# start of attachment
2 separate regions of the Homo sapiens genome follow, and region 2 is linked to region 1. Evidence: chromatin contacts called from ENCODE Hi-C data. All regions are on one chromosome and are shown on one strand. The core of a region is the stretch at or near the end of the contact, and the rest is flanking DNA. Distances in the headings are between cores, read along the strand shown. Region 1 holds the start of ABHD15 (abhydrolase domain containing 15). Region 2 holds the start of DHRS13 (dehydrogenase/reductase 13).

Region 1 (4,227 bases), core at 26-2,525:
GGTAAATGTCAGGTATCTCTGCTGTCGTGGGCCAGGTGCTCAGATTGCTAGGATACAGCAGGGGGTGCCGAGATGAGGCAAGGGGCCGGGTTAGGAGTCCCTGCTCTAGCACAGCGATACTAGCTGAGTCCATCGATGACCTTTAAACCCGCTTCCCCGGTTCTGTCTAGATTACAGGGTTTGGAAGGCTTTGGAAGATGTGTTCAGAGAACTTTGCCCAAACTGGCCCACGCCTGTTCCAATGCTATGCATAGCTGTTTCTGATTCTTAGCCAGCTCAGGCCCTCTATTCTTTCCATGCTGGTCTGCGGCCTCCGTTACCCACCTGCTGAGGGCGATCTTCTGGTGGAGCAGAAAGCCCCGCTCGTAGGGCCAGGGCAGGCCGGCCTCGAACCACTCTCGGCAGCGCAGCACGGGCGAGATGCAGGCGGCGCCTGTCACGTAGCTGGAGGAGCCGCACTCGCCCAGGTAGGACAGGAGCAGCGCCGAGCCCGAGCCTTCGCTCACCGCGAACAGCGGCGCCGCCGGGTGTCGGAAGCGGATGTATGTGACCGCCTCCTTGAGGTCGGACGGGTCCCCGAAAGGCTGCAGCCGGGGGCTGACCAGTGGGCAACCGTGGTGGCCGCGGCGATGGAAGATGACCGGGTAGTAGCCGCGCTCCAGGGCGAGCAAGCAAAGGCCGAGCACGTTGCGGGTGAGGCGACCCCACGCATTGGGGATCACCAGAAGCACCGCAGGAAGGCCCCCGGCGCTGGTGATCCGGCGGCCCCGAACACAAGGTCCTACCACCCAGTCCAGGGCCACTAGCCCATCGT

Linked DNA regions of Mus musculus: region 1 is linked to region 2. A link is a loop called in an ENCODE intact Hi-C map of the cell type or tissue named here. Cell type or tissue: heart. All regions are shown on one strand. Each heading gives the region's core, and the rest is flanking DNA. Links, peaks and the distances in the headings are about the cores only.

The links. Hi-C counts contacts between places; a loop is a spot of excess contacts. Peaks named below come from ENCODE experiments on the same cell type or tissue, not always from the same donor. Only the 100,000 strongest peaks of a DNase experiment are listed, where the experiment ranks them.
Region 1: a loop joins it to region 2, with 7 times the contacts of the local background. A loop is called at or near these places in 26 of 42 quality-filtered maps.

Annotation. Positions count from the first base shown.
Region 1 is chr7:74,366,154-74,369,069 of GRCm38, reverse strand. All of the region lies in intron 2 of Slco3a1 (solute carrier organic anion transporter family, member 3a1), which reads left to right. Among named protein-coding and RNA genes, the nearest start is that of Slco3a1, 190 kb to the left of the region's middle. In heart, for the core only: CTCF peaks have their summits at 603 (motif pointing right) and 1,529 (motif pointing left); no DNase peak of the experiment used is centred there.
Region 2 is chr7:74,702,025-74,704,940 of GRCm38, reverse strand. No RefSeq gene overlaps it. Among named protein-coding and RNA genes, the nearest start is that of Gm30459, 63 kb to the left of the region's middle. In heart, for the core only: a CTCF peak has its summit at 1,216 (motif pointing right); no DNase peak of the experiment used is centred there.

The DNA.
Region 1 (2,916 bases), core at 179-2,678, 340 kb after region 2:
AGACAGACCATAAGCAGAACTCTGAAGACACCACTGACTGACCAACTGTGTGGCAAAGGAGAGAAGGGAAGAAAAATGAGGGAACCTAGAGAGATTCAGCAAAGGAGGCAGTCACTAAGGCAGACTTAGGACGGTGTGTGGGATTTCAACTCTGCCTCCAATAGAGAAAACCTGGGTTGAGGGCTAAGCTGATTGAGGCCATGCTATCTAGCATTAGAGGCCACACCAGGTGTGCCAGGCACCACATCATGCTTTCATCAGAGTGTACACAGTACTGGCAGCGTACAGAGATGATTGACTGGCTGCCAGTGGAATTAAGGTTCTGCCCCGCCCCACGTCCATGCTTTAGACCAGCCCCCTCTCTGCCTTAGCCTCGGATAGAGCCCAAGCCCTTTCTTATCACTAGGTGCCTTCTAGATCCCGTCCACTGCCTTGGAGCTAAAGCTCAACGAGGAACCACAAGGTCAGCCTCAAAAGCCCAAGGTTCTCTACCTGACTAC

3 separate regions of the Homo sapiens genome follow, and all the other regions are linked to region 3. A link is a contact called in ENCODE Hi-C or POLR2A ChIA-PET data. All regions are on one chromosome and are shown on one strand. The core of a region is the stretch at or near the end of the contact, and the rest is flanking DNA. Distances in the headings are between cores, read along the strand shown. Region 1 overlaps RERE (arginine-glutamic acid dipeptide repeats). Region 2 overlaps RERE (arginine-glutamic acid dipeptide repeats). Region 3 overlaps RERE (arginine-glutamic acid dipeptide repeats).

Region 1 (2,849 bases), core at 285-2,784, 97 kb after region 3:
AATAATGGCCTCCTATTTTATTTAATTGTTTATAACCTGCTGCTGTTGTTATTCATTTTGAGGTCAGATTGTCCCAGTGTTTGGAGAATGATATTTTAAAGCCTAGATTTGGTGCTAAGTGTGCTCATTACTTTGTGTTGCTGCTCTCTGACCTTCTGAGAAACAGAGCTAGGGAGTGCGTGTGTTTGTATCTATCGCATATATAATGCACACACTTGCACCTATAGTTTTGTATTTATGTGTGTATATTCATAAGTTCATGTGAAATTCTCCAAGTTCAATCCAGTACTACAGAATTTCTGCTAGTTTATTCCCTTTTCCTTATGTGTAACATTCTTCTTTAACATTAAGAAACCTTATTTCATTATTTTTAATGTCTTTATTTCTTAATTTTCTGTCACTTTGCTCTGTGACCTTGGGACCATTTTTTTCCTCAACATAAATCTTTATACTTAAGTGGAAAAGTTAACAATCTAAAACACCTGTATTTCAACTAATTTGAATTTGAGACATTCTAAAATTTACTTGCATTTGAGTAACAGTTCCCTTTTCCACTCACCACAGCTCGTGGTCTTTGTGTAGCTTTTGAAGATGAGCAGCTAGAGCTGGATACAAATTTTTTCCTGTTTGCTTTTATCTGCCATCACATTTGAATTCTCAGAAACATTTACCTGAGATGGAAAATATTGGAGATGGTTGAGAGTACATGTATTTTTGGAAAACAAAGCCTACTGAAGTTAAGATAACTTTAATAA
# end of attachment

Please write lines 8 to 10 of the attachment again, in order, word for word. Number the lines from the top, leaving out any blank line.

Region 1 is chr7:74,366,154-74,369,069 of GRCm38, reverse strand. All of the region lies in intron 2 of Slco3a1 (solute carrier organic anion transporter family, member 3a1), which reads left to right. Among named protein-coding and RNA genes, the nearest start is that of Slco3a1, 190 kb to the left of the region's middle. In heart, for the core only: CTCF peaks have their summits at 603 (motif pointing right) and 1,529 (motif pointing left); no DNase peak of the experiment used is centred there.
Region 2 is chr7:74,702,025-74,704,940 of GRCm38, reverse strand. No RefSeq gene overlaps it. Among named protein-coding and RNA genes, the nearest start is that of Gm30459, 63 kb to the left of the region's middle. In heart, for the core only: a CTCF peak has its summit at 1,216 (motif pointing right); no DNase peak of the experiment used is centred there.

The DNA.